Have you seen my new blog index? So far, all blogs up until January 2020 have been neatly indexed. You'll find a list of book reviews, my projects listed according to embroidery techniques, historical embroideries listed according to century and a complete list of all tutorials. Today's tutorial is all about the white string we see in many medieval goldwork embroideries. This padding is often all that remains from the original bead embroidery worked with freshwater pearls. When we are really lucky, a few pearls still adhere. As is the case for the chasuble I showed you two weeks ago. In this tutorial, I will show you how the padding and the beading were worked. I was really surprised by how sturdy this technique actually is. The beaded edge is VERY firm.
As always, I worked my sample on a piece of high-count (think 40ct and up) linen stretched on my slate frame. I determined the approximate size of St John's head with nimbus from the original embroidery. It is about 5.3 x 5.9 cm. I made a pricking on transparent paper and transferred the design with pounce powder and ink.
As is a favourite with medieval embroiderers, the simple nimbus is actually built up of several layers of embroidery. Start with a layer of radiating satin stitches in blue flat silk. The radiating does not need to be super precise. You can hardly spot the radiating stitches once the next layer of embroidery has been worked.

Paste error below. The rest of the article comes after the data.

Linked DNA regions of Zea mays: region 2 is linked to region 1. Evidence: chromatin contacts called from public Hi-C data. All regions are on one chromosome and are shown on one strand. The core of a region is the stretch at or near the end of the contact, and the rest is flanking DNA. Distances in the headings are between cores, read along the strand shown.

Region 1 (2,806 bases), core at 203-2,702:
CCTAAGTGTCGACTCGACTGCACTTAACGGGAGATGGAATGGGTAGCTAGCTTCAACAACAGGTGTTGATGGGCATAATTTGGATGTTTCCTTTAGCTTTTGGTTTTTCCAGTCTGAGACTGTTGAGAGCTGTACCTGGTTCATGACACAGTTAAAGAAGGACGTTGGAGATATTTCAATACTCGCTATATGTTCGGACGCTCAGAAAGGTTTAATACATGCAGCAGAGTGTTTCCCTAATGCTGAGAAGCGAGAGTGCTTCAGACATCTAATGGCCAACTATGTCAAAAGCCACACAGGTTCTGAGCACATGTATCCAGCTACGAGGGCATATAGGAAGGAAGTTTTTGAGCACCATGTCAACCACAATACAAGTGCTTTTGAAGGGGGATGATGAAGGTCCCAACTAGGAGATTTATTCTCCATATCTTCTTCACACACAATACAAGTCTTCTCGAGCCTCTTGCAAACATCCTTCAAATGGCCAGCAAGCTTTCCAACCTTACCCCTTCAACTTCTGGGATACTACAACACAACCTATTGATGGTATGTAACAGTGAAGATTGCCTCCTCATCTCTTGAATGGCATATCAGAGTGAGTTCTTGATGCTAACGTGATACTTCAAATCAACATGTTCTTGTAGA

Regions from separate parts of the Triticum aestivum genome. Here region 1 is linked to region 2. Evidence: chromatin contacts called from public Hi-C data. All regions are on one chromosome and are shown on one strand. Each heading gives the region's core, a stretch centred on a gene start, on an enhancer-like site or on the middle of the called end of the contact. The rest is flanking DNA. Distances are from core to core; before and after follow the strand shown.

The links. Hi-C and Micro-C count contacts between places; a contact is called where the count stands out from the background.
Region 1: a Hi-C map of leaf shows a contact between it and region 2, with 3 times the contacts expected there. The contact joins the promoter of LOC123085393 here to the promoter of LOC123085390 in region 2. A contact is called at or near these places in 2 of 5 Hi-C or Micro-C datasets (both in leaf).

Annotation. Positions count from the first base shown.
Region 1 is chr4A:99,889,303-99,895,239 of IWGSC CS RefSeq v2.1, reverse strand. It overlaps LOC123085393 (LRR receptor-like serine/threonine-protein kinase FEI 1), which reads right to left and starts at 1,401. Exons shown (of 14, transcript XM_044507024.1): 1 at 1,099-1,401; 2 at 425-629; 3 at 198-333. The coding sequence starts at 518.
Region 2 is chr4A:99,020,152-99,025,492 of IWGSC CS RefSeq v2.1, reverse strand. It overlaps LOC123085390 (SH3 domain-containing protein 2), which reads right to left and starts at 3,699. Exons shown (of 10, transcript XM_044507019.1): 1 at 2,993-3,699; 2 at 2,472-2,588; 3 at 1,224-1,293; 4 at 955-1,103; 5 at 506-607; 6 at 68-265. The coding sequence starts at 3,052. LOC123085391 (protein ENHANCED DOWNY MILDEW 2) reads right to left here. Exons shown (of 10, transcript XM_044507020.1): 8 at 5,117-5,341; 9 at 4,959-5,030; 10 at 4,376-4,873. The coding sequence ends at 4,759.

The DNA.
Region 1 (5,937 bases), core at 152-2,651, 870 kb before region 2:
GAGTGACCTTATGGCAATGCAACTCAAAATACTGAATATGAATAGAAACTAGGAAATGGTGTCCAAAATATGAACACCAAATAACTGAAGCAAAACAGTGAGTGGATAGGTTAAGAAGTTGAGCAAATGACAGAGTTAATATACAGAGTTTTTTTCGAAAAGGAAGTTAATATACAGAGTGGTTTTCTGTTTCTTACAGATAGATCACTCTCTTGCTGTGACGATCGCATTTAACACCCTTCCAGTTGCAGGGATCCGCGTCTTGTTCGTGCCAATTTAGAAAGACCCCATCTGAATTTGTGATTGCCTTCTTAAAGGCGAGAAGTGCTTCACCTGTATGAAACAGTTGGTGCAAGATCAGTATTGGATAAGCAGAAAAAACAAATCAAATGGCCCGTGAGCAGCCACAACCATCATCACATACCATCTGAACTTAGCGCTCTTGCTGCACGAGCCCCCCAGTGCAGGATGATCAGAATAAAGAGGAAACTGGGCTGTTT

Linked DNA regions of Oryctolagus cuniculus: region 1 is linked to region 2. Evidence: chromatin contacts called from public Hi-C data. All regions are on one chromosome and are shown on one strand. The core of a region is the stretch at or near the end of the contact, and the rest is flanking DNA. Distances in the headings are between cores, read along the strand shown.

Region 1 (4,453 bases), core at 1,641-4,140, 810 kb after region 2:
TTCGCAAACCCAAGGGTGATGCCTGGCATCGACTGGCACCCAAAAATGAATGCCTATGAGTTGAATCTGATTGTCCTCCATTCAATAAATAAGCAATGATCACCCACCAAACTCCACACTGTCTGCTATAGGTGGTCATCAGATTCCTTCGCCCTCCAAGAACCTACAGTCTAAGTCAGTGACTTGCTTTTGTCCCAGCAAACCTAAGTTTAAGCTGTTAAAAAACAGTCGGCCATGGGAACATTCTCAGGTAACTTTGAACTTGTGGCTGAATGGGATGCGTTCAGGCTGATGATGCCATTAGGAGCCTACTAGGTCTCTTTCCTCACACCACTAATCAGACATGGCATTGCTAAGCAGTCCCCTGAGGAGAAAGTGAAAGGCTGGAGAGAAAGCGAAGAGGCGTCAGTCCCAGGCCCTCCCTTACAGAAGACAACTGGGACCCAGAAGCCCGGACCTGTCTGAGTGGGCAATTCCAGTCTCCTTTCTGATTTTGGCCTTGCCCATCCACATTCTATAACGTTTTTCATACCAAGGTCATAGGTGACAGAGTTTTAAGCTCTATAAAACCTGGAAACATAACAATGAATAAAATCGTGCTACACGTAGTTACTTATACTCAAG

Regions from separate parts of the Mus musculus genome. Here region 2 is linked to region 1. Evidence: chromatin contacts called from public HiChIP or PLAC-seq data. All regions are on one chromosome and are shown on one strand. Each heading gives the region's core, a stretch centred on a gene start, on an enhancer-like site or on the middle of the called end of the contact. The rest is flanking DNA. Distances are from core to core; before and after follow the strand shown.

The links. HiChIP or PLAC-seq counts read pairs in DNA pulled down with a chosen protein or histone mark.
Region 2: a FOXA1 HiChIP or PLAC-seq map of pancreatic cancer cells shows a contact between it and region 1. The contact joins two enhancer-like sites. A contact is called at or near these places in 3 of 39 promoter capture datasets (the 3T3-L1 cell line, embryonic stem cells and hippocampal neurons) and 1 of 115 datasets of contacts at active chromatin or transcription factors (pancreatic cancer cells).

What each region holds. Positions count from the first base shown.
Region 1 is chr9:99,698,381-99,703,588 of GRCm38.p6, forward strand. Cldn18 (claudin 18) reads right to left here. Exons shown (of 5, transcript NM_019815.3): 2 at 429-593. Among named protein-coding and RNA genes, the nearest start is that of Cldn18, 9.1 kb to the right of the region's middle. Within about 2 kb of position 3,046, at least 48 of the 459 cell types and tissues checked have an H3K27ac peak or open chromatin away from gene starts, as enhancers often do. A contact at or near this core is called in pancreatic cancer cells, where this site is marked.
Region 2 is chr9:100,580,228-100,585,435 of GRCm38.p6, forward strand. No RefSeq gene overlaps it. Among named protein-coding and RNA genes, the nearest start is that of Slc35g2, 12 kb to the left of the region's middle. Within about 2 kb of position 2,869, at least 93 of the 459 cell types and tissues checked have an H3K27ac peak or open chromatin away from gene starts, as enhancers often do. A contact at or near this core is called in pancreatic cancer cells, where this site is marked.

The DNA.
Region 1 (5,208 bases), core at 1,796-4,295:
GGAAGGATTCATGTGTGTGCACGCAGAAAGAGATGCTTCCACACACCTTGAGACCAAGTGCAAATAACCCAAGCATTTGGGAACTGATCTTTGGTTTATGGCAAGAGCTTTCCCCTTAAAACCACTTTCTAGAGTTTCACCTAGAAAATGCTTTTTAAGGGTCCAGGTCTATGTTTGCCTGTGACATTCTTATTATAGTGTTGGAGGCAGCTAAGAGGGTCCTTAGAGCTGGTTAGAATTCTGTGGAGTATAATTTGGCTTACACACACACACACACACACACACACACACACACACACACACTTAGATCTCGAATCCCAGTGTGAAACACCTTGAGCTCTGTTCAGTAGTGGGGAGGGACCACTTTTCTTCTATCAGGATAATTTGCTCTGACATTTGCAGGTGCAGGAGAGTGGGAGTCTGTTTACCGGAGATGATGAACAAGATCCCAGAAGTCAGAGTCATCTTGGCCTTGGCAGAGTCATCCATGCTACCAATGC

The next layer consists of couched gold thread. Use a fine red silken thread for the couching. Work from the outside in. The first few rows consist of a double gold thread, whilst the last couple of rows consist of a single thread. In the original, the embroiderer would have hidden de turns under the slip of the head of St John. I have turned my threads on the edge of the nimbus.
It is now time to add the actual string padding. It is made up of a twisted-together bundle of linen threads. These are couched down with white silk. Start from the middle and retwist your bundle as you go. The ends seem to be tapered in the original. To achieve this, start to cut away pairs of threads from your bundle about a cm before the end. Keep couching and removing pairs of threads until you are left with a single pair on the design line.
Sew down the freshwater pearls (Etsy is a good source for these!) onto the string padding using white silk. You might want to wax your thread as the holes of the pearls can be quite rough. Go through each bead twice. In the original, the pearls are sewn down with a little bit of space between them. This was possible done to save costs.
It is said that the string padding was used to elevate the pearls away from the very shiny gold. It also provided a continuous white edging for when the pearls were slightly spaced apart to save on costs. The end result is very stunning!
As always, my Journeymen and Master Patrons find a downloadable PDF of this tutorial on my Patreon page. For as little as €5 per month, you can build your own library of medieval embroidery technique tutorials. Not a bad deal at all!
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